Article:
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G.R. No. 172682, July 27, 2016




Moral damages are meant to enable the injured party to obtain the means, diversions or amusements in order to alleviate the moral suffering. Exemplary damages are designed to permit the courts to reshape behavior that is socially deleterious in its consequence by creating negative incentives or deterrents against such behavior.

The Case

This appeal seeks to undo and reverse the adverse decision promulgated on June 27, 2005,1 whereby the Court of Appeals (CA) affirmed with modification the judgment of the Regional Trial Court (RTC), Branch 91, in Quezon City holding the petitioner liable to pay temperate and moral damages due to breach of contract of carriage.2chanrobleslaw


On September 18, 1998, at around 12:55 p.m., the M/V Princess of the Orient, a passenger vessel owned and operated by the petitioner, sank near Fortune Island in Batangas. Of the 388 recorded passengers, 150 were lost.3 Napoleon Sesante, then a member of the Philippine National Police (PNP) and a lawyer, was one of the passengers who survived the sinking. He sued the petitioner for breach of contract and damages.4chanrobleslaw

Sesante alleged in his complaint that the M/V Princess of the Orient left the Port of Manila while Metro Manila was experiencing stormy weather; that at around 11:00 p.m., he had noticed the vessel listing starboard, so he had gone to the uppermost deck where he witnessed the strong winds and big waves pounding the vessel; that at the same time, he had seen how the passengers had been panicking, crying for help and frantically scrambling for life jackets in the absence of the vessel's officers and crew; that sensing danger, he had called a certain Vency Ceballos through his cellphone to request him to inform the proper authorities of the situation; that thereafter, big waves had rocked the vessel, tossing him to the floor where he was pinned by a long steel bar; that he had freed himself only after another wave had hit the vessel;5 that he had managed to stay afloat after the vessel had sunk, and had been carried by the waves to the coastline of Cavite and Batangas until he had been rescued; that he had suffered tremendous hunger, thirst, pain, fear, shock, serious anxiety and mental anguish; that he had sustained injuries,6 and had lost money, jewelry, important documents, police uniforms and the .45 caliber pistol issued to him by the PNP; and that because it had committed bad faith in allowing the vessel to sail despite the storm signal, the petitioner should pay him actual and moral damages of P500,000.00 and P1,000,000.00, respectively.7chanrobleslaw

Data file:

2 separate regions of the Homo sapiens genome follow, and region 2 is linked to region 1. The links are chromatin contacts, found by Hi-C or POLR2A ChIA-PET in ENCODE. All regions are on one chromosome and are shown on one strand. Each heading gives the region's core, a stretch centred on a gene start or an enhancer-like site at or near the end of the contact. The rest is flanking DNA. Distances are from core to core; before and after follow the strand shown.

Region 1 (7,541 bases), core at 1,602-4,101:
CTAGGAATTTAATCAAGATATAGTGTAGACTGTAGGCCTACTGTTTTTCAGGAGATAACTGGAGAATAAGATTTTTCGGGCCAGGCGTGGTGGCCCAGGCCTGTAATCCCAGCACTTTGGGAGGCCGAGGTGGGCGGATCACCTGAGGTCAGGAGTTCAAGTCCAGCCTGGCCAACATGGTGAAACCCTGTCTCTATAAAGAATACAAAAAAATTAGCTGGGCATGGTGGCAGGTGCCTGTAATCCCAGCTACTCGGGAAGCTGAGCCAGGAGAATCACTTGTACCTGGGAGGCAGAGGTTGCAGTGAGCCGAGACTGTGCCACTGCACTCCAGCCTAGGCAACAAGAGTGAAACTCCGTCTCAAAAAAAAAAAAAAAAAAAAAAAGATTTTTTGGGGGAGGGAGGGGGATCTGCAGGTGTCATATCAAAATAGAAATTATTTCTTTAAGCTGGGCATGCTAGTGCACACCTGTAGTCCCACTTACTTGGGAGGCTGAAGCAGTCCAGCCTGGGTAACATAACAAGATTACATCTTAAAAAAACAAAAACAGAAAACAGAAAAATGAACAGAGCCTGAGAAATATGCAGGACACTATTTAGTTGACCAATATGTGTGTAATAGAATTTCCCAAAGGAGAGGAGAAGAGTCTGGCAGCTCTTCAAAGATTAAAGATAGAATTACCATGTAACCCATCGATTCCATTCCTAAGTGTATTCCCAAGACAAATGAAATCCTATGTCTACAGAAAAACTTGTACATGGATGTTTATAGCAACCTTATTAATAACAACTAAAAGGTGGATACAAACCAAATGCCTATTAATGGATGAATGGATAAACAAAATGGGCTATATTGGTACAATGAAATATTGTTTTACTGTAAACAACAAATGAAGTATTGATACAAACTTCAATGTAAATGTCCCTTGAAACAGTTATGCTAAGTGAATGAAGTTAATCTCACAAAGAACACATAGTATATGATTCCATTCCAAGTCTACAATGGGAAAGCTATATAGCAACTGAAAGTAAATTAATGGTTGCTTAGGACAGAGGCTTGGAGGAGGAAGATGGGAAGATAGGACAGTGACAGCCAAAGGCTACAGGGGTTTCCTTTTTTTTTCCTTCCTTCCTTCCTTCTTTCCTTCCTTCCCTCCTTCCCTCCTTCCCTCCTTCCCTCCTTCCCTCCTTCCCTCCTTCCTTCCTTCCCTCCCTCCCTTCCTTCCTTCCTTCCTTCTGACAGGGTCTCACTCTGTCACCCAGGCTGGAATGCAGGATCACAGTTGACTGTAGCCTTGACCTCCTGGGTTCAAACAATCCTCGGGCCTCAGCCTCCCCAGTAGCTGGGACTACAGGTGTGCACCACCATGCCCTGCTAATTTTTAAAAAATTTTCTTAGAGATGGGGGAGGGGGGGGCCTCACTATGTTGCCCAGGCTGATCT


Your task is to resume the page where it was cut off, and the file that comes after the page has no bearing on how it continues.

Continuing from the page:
In its defense, the petitioner insisted on the seaworthiness of the M/V Princess of the Orient due to its having been cleared to sail from the Port of Manila by the proper authorities; that the sinking had been due to force majeure; that it had not been negligent; and that its officers and crew had also not been negligent because they had made preparations to abandon the vessel because they had launched life rafts and had provided the passengers assistance in that regard.8chanrobleslaw

Decision of the RTC

On October 12, 2001, the RTC rendered its judgment in favor of the respondent,9 holding as follows:ChanRoblesVirtualawlibrary
WHEREFORE, judgment is hereby rendered in favor of plaintiff Napoleon Sesante and against defendant Sulpicio Lines, Inc., ordering said defendant to pay plaintiff:
  1. Temperate damages in the amount of P400,000.00;

  2. Moral damages in the amount of One Million Pesos (P1,000,000.00);

  3. Costs of suit.
SO ORDERED.10chanroblesvirtuallawlibrary
The RTC observed that the petitioner, being negligent, was liable to Sesante pursuant to Articles 1739 and 1759 of the Civil Code; that the petitioner had not established its due diligence in the selection and supervision of the vessel crew; that the ship officers had failed to inspect the stowage of cargoes despite being aware of the storm signal; that the officers and crew of the vessel had not immediately sent a distress signal to the Philippine Coast Guard; that the ship captain had not called for then "abandon ship" protocol; and that based on the report of the Board of Marine Inquiry (BMI), the erroneous maneuvering of the vessel by the captain during the extreme weather condition had been the immediate and proximate cause of the sinking.

The petitioner sought reconsideration, but the RTC only partly granted its motion by reducing the temperate damages from P500,000.00 to P300,000.00.11chanrobleslaw

Dissatisfied, the petitioner appealed.12 It was pending the appeal in the CA when Sesante passed away. He was substituted by his heirs.13chanrobleslaw

Judgment of the CA

On June 27, 2005, the CA promulgated its assailed decision. It lowered the temperate damages to P120,000.00, which approximated the cost of Sesante's lost personal belongings; and held that despite the seaworthiness of the vessel, the petitioner remained civilly liable because its officers and crew had been negligent in performing their duties.14chanrobleslaw

Sttill aggrieved, Sulpicio Lines moved for reconsideration, but the CA denied the motion.15chanrobleslaw

Hence, this appeal.


The petitioner attributes the following errors to the CA, to wit:ChanRoblesVirtualawlibrary











In other words, to be resolved are the following, namely: (1) Is the complaint for breach of contract and damages a personal action that does not survive the death of the plaintiff?; (2) Is the petitioner liable for damages under Article 1759 of the Civil Code?; and (3) Is there sufficient basis for awarding moral and temperate damages?

Ruling of the Court

The appeal lacks merit.